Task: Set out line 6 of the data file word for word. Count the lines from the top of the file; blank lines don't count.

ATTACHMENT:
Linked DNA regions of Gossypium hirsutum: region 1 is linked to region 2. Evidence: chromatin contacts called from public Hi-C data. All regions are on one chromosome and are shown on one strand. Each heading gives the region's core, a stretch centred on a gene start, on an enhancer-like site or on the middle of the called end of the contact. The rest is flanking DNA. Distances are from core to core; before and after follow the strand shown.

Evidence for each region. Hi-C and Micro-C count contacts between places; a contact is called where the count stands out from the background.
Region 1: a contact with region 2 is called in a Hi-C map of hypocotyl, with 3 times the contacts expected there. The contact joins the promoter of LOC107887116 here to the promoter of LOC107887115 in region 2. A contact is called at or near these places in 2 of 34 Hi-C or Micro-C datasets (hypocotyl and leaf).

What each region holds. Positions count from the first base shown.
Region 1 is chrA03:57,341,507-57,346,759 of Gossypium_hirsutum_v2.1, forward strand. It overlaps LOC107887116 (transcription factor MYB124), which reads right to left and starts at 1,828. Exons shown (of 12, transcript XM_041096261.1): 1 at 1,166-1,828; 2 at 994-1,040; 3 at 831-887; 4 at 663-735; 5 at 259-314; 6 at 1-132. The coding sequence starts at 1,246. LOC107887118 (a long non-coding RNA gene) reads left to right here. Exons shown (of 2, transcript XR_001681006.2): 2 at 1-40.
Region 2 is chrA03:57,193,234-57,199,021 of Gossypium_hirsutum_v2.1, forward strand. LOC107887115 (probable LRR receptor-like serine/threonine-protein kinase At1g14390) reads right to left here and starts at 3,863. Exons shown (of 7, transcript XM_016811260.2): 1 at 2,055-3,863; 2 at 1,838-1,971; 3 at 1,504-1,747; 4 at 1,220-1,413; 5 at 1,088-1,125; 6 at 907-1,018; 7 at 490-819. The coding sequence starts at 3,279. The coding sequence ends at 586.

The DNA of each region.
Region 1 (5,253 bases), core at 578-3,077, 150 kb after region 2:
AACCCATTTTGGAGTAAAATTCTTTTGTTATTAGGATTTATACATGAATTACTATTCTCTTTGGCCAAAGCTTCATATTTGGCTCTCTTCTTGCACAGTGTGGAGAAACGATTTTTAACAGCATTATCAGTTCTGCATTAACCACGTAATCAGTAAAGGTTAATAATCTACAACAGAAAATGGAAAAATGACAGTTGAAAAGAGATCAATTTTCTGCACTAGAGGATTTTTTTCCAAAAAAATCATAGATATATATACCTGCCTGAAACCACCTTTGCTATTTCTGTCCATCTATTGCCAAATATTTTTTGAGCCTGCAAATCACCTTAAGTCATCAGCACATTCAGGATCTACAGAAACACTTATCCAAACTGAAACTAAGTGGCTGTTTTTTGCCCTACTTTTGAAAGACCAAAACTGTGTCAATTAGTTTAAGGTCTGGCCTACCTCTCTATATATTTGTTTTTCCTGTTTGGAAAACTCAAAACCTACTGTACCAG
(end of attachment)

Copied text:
Region 2 is chrA03:57,193,234-57,199,021 of Gossypium_hirsutum_v2.1, forward strand. LOC107887115 (probable LRR receptor-like serine/threonine-protein kinase At1g14390) reads right to left here and starts at 3,863. Exons shown (of 7, transcript XM_016811260.2): 1 at 2,055-3,863; 2 at 1,838-1,971; 3 at 1,504-1,747; 4 at 1,220-1,413; 5 at 1,088-1,125; 6 at 907-1,018; 7 at 490-819. The coding sequence starts at 3,279. The coding sequence ends at 586.